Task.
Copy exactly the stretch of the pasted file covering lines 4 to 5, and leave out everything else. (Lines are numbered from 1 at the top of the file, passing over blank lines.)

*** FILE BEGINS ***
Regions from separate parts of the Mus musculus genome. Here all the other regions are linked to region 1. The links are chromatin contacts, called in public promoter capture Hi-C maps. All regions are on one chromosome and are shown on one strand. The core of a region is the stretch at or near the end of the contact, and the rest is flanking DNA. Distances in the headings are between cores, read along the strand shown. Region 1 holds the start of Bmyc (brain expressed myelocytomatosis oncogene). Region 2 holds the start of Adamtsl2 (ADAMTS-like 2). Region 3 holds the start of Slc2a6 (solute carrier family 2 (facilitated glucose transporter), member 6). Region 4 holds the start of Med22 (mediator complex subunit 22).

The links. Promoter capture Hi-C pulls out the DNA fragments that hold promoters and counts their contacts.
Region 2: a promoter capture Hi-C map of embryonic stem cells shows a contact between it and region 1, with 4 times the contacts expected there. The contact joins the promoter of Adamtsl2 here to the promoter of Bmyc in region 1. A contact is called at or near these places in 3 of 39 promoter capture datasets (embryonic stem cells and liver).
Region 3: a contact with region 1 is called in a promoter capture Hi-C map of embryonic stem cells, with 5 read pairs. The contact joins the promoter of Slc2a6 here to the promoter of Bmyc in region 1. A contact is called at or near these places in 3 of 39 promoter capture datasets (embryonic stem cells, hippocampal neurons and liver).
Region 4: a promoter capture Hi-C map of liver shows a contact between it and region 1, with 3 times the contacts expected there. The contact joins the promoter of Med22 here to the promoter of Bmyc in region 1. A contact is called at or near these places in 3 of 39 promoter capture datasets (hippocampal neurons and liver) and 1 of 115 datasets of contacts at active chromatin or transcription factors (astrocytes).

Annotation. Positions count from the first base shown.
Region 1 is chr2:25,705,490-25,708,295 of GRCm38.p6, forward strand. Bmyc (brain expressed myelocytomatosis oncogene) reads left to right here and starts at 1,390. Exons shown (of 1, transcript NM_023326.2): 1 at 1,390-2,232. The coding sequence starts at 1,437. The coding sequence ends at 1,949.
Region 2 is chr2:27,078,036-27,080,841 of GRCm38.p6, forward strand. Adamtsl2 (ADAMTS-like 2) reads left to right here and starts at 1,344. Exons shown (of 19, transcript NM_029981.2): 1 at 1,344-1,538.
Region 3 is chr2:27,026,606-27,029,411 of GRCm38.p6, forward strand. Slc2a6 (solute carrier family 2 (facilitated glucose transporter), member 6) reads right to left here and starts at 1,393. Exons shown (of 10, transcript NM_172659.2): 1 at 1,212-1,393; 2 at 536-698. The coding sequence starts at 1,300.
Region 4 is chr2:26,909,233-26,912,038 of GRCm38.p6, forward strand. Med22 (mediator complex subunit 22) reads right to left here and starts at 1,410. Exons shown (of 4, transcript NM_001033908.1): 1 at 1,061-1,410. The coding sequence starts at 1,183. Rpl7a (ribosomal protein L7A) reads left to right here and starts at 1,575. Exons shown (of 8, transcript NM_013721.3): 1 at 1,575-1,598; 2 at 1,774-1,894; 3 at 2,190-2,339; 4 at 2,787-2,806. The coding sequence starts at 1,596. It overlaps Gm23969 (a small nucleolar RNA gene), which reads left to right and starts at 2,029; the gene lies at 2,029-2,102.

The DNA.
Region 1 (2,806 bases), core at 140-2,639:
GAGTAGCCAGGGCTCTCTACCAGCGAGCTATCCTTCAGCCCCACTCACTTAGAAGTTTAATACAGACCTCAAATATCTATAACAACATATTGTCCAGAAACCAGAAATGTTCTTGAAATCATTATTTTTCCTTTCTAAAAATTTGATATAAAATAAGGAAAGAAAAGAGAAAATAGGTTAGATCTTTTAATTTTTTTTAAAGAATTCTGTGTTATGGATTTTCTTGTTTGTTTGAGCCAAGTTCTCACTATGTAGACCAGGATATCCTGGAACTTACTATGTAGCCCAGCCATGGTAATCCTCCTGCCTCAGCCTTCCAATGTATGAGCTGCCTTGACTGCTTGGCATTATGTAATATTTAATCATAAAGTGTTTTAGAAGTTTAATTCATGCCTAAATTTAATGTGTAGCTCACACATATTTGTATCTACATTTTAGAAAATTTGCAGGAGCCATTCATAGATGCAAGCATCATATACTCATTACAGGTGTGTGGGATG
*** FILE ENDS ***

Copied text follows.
Region 3: a contact with region 1 is called in a promoter capture Hi-C map of embryonic stem cells, with 5 read pairs. The contact joins the promoter of Slc2a6 here to the promoter of Bmyc in region 1. A contact is called at or near these places in 3 of 39 promoter capture datasets (embryonic stem cells, hippocampal neurons and liver).
Region 4: a promoter capture Hi-C map of liver shows a contact between it and region 1, with 3 times the contacts expected there. The contact joins the promoter of Med22 here to the promoter of Bmyc in region 1. A contact is called at or near these places in 3 of 39 promoter capture datasets (hippocampal neurons and liver) and 1 of 115 datasets of contacts at active chromatin or transcription factors (astrocytes).